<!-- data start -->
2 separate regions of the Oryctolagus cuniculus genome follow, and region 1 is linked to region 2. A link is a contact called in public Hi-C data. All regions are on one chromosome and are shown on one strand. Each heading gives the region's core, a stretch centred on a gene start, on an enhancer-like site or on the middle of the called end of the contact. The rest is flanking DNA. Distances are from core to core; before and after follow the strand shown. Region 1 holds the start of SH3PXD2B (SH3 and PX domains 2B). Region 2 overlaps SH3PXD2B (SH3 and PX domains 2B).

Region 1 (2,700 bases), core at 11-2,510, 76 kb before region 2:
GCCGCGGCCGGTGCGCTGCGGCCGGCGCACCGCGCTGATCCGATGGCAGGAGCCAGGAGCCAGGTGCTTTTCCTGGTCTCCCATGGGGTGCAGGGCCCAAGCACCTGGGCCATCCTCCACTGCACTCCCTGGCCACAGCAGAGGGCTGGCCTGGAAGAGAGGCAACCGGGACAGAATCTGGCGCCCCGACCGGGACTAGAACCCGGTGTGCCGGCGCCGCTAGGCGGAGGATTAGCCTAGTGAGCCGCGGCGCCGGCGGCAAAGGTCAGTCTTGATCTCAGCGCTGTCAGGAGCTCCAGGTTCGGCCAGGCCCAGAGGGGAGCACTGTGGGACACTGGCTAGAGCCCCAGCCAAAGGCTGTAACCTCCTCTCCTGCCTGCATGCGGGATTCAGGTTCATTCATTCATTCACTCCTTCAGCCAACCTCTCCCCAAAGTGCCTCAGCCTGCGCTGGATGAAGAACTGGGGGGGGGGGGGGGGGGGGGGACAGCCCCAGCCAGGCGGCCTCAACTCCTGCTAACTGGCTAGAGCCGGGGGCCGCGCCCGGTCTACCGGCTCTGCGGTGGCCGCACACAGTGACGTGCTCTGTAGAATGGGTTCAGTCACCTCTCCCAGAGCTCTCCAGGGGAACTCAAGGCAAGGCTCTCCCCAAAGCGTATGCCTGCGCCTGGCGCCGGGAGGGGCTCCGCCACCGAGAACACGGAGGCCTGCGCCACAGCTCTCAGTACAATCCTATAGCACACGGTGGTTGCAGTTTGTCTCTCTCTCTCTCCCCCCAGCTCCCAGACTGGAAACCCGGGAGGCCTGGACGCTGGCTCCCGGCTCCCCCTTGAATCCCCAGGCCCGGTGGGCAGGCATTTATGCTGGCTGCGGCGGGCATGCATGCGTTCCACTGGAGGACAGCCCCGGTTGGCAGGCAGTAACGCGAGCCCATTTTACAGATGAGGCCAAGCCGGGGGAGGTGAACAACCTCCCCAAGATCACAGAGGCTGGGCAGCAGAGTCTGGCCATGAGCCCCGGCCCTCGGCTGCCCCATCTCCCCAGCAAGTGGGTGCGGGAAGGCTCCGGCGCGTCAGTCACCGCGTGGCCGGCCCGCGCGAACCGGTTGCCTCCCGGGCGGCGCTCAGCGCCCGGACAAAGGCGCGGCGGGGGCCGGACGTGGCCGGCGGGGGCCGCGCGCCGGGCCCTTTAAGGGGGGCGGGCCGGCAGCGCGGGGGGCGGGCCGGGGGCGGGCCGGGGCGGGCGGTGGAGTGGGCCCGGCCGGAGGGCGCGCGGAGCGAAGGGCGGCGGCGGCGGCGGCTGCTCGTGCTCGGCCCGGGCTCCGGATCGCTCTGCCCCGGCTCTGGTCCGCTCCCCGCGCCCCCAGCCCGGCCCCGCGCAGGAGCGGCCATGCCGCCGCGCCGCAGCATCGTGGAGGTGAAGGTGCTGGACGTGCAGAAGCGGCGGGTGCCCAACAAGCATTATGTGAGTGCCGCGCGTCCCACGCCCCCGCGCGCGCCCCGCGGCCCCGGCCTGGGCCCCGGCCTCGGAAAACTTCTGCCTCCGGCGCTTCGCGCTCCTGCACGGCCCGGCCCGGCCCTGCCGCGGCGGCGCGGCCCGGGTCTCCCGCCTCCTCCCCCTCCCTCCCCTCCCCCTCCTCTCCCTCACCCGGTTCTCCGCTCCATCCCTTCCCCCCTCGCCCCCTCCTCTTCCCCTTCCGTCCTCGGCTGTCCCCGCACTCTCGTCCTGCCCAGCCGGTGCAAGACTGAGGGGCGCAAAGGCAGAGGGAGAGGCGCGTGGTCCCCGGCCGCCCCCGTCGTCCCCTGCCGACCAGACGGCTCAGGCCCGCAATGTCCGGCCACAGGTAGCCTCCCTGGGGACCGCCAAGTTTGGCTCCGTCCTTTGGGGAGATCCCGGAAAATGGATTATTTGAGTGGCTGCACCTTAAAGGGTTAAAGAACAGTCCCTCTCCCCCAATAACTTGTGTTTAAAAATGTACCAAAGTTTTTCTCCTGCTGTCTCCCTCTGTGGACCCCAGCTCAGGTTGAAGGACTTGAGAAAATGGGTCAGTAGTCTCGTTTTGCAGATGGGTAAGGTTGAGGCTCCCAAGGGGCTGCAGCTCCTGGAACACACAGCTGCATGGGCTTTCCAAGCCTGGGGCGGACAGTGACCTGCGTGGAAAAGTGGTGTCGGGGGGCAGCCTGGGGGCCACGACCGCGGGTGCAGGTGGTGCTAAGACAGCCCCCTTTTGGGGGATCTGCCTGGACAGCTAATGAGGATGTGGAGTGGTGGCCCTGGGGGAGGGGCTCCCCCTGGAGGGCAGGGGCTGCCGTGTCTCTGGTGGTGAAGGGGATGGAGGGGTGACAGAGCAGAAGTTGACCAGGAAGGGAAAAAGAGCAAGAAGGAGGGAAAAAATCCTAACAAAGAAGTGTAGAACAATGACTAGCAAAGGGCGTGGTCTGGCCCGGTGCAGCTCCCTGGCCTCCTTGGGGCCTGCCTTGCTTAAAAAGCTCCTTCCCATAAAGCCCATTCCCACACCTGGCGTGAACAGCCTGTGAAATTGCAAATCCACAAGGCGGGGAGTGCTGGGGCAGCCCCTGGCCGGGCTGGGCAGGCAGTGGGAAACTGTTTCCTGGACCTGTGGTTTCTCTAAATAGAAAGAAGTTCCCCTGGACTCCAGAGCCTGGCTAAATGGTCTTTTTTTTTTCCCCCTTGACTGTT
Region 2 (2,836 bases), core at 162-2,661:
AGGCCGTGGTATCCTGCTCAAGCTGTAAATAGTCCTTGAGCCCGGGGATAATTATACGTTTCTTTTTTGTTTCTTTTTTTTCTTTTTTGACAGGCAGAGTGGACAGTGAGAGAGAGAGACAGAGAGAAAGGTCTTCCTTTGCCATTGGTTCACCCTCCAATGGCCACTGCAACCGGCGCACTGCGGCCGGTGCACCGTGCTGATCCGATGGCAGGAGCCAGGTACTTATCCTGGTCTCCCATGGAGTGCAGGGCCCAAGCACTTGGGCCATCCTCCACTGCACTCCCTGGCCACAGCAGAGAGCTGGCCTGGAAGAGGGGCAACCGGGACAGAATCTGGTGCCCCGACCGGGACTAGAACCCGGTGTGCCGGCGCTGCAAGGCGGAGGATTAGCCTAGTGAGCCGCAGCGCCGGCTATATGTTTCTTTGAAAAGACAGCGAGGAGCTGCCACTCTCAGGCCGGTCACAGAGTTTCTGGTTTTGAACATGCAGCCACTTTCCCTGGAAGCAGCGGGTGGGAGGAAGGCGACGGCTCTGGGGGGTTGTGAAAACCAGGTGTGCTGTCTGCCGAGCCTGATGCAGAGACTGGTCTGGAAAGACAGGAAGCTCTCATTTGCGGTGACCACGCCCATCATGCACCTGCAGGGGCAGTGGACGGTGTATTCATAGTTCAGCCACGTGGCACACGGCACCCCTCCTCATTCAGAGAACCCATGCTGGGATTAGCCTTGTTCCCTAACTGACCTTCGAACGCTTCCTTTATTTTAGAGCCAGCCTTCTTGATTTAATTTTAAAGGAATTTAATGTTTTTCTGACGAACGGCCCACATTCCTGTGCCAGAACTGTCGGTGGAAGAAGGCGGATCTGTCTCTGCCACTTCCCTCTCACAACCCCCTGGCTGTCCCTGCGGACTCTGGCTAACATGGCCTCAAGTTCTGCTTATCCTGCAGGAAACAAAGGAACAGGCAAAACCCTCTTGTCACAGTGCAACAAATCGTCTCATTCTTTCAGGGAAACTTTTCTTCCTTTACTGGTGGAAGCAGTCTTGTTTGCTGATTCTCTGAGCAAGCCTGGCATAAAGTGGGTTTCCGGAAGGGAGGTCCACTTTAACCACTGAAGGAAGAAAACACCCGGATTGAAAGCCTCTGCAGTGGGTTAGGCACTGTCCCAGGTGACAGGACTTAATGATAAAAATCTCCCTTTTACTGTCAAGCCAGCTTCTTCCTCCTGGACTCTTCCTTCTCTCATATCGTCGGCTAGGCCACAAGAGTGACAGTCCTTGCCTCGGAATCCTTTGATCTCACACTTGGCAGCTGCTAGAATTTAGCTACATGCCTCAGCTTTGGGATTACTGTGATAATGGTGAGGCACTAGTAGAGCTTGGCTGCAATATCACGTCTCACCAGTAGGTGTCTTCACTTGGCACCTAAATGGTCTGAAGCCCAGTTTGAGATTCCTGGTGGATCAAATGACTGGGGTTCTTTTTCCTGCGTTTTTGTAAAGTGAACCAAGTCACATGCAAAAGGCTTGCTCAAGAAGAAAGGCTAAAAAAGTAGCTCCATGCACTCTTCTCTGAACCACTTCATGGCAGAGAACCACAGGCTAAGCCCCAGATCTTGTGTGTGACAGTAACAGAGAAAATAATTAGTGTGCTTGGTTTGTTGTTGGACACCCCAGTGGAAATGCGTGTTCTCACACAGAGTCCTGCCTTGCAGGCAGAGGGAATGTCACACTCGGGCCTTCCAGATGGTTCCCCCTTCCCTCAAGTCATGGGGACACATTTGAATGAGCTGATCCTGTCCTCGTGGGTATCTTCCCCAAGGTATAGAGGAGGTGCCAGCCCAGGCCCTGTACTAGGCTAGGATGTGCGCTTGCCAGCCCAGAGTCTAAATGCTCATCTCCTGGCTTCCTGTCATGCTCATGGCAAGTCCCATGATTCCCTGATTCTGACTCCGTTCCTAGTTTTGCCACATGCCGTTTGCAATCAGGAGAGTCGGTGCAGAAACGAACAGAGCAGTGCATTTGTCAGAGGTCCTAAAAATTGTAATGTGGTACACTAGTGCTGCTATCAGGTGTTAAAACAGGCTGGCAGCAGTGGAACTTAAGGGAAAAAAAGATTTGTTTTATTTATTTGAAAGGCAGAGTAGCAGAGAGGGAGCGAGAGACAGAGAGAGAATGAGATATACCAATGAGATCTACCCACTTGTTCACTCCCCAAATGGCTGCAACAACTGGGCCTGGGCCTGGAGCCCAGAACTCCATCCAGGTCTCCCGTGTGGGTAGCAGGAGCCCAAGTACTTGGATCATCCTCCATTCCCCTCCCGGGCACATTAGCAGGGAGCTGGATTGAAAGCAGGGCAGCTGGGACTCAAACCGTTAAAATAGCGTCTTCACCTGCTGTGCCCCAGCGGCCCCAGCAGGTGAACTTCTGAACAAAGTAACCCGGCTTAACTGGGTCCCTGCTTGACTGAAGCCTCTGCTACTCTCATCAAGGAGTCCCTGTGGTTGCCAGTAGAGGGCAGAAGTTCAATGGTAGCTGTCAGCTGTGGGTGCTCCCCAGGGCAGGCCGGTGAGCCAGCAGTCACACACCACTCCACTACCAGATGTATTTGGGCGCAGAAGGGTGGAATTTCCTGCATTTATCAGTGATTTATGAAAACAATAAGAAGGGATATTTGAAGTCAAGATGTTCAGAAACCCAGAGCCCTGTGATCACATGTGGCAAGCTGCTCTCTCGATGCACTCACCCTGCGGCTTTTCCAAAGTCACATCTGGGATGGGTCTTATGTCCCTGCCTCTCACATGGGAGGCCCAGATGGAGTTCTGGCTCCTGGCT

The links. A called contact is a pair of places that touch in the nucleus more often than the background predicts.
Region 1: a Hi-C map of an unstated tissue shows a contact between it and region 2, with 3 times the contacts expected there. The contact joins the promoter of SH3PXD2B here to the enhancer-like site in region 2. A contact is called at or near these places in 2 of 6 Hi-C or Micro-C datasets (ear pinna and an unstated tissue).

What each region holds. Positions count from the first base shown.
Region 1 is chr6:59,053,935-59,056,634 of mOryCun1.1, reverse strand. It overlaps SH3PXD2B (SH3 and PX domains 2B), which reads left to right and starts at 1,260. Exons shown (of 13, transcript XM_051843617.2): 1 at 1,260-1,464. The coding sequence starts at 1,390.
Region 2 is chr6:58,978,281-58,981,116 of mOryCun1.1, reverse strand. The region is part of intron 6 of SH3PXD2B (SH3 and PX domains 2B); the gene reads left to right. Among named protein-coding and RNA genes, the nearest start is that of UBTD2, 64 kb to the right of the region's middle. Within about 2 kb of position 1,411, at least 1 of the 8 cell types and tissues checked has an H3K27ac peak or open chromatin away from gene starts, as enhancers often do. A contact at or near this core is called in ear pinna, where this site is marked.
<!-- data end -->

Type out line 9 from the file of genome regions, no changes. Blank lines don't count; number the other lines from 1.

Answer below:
Region 1 is chr6:59,053,935-59,056,634 of mOryCun1.1, reverse strand. It overlaps SH3PXD2B (SH3 and PX domains 2B), which reads left to right and starts at 1,260. Exons shown (of 13, transcript XM_051843617.2): 1 at 1,260-1,464. The coding sequence starts at 1,390.